If you enjoyed the 16 Essential Sectors of Infrastructure, as described by the Department of Homeland Security, you are now invited to consider how these 16 different types of infrastructure might look on Mars.

Remember, the 16 sectors of infrastructure include the following categories:

  1. Chemical Sector
  2. Commercial Facilities Sector
  3. Communications Sector
  4. Critical Manufacturing Sector
  5. Dams Sector
  6. Defense Industrial Base Sector
  7. Emergency Services Sector
  8. Energy Sector
  1. Financial Services Sector
  2. Food and Agriculture Sector
  3. Government Facilities Sector
  4. Healthcare and Public Health Sector
  5. Information Technology Sector
  6. Nuclear Reactors, Materials, and Waste Sector
  7. Transportation Systems Sector
  8. Water and Wastewater Systems Sector

With the recent announcement of SpaceX’s Big F[reakin’] Rocket, we are now that much closer to becoming a multi-planetary species [you can watch this video for an overview].

Still, propelling hundreds of thousands of people and equipment 128 million miles through space is just the beginning. Once the Mars settlers arrive, they’ll need to establish infrastructure -- quickly. Like their lives depend on it.

In addition to the challenge of time and distance, the mission to Mars will require equipment light and small enough to fit on one of SpaceX's rockets without compromising its launch.

Engineers might gain insights for deconstruction and reassembly from The Sanford Underground Research Facility (SURF) in Lead, South Dakota. For this project, the team designed components for a 7,000 acre, subterranean facility. This was like assembling a ship in a bottle, except instead of a traditional bottleneck, they were working with 8,000 verticle feet of an elevator shaft.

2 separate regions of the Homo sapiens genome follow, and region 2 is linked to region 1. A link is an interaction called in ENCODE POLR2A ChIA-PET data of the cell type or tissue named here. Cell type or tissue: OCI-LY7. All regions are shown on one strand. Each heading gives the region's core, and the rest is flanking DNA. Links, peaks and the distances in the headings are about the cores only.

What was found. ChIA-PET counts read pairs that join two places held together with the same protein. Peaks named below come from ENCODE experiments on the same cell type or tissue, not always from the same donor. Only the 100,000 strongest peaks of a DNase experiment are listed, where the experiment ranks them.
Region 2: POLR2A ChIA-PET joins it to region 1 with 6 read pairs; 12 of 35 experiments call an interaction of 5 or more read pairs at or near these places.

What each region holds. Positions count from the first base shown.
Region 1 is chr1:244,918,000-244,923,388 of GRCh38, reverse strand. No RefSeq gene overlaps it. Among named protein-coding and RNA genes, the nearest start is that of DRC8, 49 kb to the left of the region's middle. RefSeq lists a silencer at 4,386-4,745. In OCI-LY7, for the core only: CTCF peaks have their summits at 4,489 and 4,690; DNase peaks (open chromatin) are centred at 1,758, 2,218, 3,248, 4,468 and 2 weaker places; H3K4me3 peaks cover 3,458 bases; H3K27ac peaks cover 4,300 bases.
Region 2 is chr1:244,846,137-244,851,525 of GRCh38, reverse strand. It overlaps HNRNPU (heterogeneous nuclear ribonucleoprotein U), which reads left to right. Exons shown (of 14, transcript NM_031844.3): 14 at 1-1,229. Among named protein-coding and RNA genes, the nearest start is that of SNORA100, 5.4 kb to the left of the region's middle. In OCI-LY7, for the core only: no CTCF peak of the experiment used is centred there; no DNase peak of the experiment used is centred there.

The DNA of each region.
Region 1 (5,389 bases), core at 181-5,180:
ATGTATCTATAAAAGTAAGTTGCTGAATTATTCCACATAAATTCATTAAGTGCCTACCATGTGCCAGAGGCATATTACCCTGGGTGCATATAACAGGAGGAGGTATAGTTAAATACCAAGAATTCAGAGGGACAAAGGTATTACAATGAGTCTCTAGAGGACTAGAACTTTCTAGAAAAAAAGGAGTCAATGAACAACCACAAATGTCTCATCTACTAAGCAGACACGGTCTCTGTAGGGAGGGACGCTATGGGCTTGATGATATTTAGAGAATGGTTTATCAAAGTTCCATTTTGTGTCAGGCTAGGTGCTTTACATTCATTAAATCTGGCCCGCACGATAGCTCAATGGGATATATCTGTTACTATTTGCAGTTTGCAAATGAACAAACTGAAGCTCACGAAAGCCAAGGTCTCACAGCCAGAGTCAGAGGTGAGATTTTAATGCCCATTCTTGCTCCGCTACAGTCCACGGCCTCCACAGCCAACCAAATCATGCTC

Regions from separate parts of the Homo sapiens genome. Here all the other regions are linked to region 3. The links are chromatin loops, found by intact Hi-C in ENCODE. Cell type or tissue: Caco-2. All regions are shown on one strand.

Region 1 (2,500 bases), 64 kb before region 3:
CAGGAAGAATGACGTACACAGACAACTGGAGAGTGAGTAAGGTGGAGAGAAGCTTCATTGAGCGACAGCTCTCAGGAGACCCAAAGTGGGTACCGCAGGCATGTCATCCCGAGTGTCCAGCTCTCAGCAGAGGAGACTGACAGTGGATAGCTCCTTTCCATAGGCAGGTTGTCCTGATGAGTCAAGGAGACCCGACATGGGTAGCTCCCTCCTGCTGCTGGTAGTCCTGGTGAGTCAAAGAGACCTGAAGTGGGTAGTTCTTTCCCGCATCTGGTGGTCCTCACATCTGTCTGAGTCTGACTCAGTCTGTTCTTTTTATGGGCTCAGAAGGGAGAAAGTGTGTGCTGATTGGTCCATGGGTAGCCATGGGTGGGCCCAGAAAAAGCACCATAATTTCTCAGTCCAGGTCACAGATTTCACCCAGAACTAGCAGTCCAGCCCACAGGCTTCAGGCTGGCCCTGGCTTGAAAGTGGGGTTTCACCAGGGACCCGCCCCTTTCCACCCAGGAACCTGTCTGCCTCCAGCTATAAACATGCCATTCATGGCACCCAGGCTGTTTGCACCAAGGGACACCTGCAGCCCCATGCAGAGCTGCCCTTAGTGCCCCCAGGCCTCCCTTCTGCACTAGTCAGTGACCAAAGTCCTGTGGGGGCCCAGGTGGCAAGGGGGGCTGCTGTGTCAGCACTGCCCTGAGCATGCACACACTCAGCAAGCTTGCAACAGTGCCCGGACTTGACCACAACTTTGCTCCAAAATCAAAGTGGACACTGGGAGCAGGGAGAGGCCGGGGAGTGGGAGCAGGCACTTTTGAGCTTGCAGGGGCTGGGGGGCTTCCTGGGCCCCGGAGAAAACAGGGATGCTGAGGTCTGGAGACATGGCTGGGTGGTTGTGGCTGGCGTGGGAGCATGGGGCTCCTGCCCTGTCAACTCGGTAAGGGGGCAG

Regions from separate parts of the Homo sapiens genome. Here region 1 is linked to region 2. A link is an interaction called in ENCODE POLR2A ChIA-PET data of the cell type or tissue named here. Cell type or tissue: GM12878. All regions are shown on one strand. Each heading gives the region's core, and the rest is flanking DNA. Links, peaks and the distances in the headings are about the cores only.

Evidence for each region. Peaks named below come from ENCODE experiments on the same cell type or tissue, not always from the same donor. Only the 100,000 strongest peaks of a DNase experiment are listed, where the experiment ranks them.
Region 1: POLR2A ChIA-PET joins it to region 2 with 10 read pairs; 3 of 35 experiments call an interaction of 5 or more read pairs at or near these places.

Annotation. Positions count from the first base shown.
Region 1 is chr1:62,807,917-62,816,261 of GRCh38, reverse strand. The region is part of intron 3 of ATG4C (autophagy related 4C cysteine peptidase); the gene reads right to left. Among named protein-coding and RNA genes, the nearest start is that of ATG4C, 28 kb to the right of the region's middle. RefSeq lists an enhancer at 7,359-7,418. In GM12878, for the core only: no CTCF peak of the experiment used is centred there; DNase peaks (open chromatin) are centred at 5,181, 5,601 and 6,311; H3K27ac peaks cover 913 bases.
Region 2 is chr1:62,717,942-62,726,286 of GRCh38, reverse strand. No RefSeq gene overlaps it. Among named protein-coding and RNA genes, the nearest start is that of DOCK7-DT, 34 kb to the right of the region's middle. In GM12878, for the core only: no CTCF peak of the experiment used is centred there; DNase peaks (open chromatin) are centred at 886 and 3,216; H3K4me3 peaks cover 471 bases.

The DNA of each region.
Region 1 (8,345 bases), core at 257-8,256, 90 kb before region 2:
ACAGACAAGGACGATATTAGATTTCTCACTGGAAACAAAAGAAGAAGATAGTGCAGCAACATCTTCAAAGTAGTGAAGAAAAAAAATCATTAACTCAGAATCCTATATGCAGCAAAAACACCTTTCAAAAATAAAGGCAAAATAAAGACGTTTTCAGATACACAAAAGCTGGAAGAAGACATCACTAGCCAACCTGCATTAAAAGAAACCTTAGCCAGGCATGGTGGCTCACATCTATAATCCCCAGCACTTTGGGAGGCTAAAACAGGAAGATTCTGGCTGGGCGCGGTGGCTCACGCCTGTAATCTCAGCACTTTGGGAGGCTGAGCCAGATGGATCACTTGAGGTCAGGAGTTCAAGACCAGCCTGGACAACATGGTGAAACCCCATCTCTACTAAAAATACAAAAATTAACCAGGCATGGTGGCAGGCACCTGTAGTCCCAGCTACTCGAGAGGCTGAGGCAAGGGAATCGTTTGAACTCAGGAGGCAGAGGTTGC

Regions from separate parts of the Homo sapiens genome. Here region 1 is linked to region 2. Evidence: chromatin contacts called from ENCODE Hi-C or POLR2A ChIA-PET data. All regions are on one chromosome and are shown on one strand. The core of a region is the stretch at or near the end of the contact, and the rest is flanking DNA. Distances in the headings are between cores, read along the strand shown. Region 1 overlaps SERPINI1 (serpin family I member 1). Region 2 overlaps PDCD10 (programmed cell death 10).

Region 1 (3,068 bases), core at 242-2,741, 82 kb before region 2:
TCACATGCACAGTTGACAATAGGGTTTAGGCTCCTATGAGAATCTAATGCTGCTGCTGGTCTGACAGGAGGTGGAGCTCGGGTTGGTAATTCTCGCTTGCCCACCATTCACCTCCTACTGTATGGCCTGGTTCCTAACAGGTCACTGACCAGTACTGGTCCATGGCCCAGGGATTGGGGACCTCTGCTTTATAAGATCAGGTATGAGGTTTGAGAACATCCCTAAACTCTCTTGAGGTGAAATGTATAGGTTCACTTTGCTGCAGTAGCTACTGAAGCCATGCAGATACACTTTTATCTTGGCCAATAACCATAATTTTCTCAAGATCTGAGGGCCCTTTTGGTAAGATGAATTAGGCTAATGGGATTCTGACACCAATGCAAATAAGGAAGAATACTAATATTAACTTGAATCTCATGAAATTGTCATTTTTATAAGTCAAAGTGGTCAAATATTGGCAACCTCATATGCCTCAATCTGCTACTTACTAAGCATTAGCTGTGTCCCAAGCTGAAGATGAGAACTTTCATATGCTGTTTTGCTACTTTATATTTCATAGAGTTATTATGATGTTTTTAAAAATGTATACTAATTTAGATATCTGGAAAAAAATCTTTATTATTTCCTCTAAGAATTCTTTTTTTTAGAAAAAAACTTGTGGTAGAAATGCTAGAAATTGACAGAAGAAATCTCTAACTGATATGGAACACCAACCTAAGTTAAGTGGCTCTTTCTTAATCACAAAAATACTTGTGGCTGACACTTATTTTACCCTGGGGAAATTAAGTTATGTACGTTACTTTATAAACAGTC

One thing they have going for them? Mars has only ⅓ the gravity of Earth. Imagine the possibilities!

While this may seem unrelated to the problem of America’s outdated and crumbling infrastructure, it’s important to consider the trickle-down effect of extreme engineering: whether it’s military research and development or space travel, there is a history of extreme engineering influencing improvements in consumer products.

Originally designed for unusual circumstances, many military born innovations have found their way to the consumer market.

I want to recommend a book to you – The Technological Society by Jacques Ellul.

John Wilkinson, the translator, in his 1964 introduction, describes the book this way:

“The Technological Society is a description of the way in which an autonomous technology is in the process of taking over the traditional values of every society without exception, subverting and surpassing those values to produce at last a monolithic world culture in which all technological difference and variety is mere appearance.”

This is the core of the dead-serious challenge we face. As we know all too well, technology does only one thing – it moves us toward increased efficiency.  In its current iteration, it has no innate aesthetics. It has no ethics. Until (at least) the next phase of technological evolution, its code is binary.

But everything interesting in life – everything that makes life worth living – happens between that binary. 

Parenthetically, we have to remember that all this technology we use was developed for the call to arms. Turing was breaking codes for spies, Oppenheimer was theorizing and realizing weapons. Many of the tools we use in recording studios: microphones and limiters and equalizers and all that, were also developed for the military. 

To this point, designing for Mars could be the best hope for revitalizing design on Earth.

If it’s light enough for flight, compact enough for shipping, and simple enough for understaffed laypeople, the infrastructure for Mar’s first colonies might have incalculable benefit for the infrastructure of Earth in 2050